I don't mean to linger too long on these matters for the obvious reasons. My interest is that we all attempt, on one level or another, to turn our homes into models of the inside of our heads, and this is to some extent one of the themes of my book. In Care of Wooden Floors, a control-freak minimalist invites a more lackadaisical friend to look after his flat while he's out of the country. The flat is the precise reflection of the control freak's desires and ambitions, and as such leaving it in the hands of another is a difficult thing to do. His reluctance to let go manifests itself in compulsive note-making - everywhere, there are notes explaining the contents of drawers and what is and what isn't permissible behaviour from the flatsitter. It all leads to disaster. By stepping into someone's home you're stepping into a kind of myth of themselves, a hard projection of their psyche into the physical world. Once you start seeing homes like this, they can be pretty unnerving places. Maybe this is why I like hotels so much.

* New York Review of Books, 31 March 1966; I'm quoting it from United States: Essays, 1952-62.


Altay said...

Will, great post. My wife and I bought a beautiful old rowhouse in Philadelphia in 2007; it was previously owned by three siblings that had lived their since their births (only one sister was still alive, and her declining health necessitated full-time care; hence the sale of the house).

The house was full of artifacts from nearly a century of their lives– expected things like photographs and letters, but also incredible finds like the front page of a defunct newspaper from April 5, 1964 (Negro Leader Slain). We found a wedding ring from the long-dead brother in close approximation with the annulment papers. We found stacks of phone bills from the 1940s. We found stock certificates worth tens of thousands of dollars (only redeemable by the issuee or her heirs) in an envelope in a dusty drawer. We found the deceased sister's honorable discharge from the US Army.

It was fascinating to sift through these artifacts and construct portraits of their lives. Like many who lived through the depression these three were hoarders–I wonder if this bespeaks a cluttered mind, or an inability to let go of the past? In any case, once we got past the sheer volume of stuff in that house (we still live there, but it is no longer the same place), it was a strangely gratifying experience to piece together the stories of these three lonely people.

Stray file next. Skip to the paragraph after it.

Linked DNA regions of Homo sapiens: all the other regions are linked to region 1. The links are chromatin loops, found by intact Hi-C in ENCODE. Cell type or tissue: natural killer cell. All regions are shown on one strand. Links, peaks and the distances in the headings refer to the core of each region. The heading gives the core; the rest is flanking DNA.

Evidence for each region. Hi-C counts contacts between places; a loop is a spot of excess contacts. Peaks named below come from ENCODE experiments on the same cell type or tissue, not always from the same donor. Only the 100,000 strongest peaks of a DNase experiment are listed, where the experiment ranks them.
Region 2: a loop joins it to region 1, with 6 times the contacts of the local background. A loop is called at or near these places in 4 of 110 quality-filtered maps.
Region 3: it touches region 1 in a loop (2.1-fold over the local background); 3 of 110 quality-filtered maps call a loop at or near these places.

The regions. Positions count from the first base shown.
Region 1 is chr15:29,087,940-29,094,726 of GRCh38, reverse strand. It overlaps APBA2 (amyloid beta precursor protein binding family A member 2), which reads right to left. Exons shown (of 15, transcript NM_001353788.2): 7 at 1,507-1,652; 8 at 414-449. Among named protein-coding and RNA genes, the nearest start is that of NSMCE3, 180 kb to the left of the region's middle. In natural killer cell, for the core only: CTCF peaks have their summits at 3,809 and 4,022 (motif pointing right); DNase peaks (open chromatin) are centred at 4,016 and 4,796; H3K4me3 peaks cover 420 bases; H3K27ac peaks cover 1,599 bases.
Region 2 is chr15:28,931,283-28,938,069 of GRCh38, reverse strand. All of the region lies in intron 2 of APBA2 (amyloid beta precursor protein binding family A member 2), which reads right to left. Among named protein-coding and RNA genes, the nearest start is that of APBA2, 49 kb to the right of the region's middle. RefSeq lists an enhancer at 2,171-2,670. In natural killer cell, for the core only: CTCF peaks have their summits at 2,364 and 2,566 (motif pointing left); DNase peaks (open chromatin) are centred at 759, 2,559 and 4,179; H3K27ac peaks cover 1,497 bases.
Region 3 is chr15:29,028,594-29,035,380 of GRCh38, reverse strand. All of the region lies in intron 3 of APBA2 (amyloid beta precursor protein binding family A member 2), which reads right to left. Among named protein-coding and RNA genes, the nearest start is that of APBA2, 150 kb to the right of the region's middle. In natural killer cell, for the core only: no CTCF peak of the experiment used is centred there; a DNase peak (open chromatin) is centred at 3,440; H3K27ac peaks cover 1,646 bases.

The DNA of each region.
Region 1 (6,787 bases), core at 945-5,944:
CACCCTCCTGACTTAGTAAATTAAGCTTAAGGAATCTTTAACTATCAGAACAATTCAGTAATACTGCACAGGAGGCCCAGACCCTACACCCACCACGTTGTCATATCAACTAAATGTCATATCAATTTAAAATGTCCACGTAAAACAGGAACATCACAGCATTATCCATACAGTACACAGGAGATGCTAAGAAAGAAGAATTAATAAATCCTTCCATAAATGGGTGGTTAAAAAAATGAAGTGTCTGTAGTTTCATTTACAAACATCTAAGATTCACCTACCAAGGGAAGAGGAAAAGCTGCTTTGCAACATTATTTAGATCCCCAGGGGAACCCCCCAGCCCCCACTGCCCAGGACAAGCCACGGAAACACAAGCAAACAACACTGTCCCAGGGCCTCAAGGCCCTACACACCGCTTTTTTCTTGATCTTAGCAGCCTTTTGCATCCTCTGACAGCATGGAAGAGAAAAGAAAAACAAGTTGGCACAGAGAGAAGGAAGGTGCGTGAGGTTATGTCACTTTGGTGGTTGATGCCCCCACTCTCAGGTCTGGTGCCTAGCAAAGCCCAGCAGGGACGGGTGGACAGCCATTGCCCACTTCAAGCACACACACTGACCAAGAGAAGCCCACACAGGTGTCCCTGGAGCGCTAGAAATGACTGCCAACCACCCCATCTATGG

Sam Davies said...

Have you seen Zizek's Pervert's Guide to Cinema? There's a great bit about the way Bates's house maps out his interiority:

"We are in the cellar from the mother's house from Psycho. What's so interesting is that the very disposition of mother's house, events took place in it at three levels, first floor, ground floor, basement. It is as if they reproduce the three levels of human subjectivity. Ground floor is Ego, Norman behaves there as a normal son, whatever remains of his normal ego taking over. Upstairs its the Superego, maternal superego, because the dead mother is basically a figure of superego. And down in the cellar its the Id, the reservoir of these illicit drives. And so we can then interpret the event in the middle of the film when Norman carries the mother - or as we learn at the end of the film, mother's mummy, corpse, skeleton - from the first floor to the cellar. It is as if he is transposing her in his own mind, as a psychic agency, from superego to id."

from trancsript here

Altay said...

I forgot to mention what got me thinking about moving into and excavating our house–when we looked at it with our agent, there were little yellow post-it notes on the light switches and some of the doors, admonishing people (agents and potential buyers presumably) to turn off the lights, etc. It seemed as though these notes were all written in one increasingly angry afternoon, as the writer (a nephew of the owners) used increasingly harsh language in the more remote rooms. The 2nd floor hallway light was marked, "Please turn off the light." A few others were marked in similar fashion. Then one of the bedrooms on the second floor was annotated with "Shut the damn light!" On the third floor, the nephew had clearly lost his cool, for he had written, "WHAT THE HELL IS THE MATTER WITH YOU? SHUT THE GODDAMN LIGHT!!!!!"

Your description of In Care of Wooden Floors reminded me of the mad note-maker.

Unknown said...

Guys, thanks for your great contributions. I'm sorry it has taken me so long respond.

Altay, you're so right about the eerie traces of previous owners. I remember finding under wallpaper the outline of a large, old pair of scissors drawn in pencil - clearly traced around the scissors themselves, onto white paint. Why? Boredom while redecorating? The fact that it was a large metal pair with a pointed end made it sinister, weapon-like. I like your notes story - that's precisely the kind of behaviour I'm trying to describe. And it's interesting that you mention hoarding, a fascinating pathology that I almost included in COWF but decided to leave out on the grounds of length. It might be reinstated in editing, but it makes the story a little .... I don't know, I dislike it when writers feel the urge to pathologise everything, oh-I-see-he-was-like-that-because-his-parents-did-this. So I left it out. The mother of a school friend of mine was a hoarder - he lived amid these huge piles of indescribable junk and rubbish. Not filth or squalor - there was no odour that I remember, for instance - just detritus. We used to play the Call of Cthulu RPG at his house. It was a good venue.

Styx, I haven't seen Pervert's Guide, I really should check it out. It sounds good. I'm sure other films could be divided thus, in the manner of Forbidden Planet.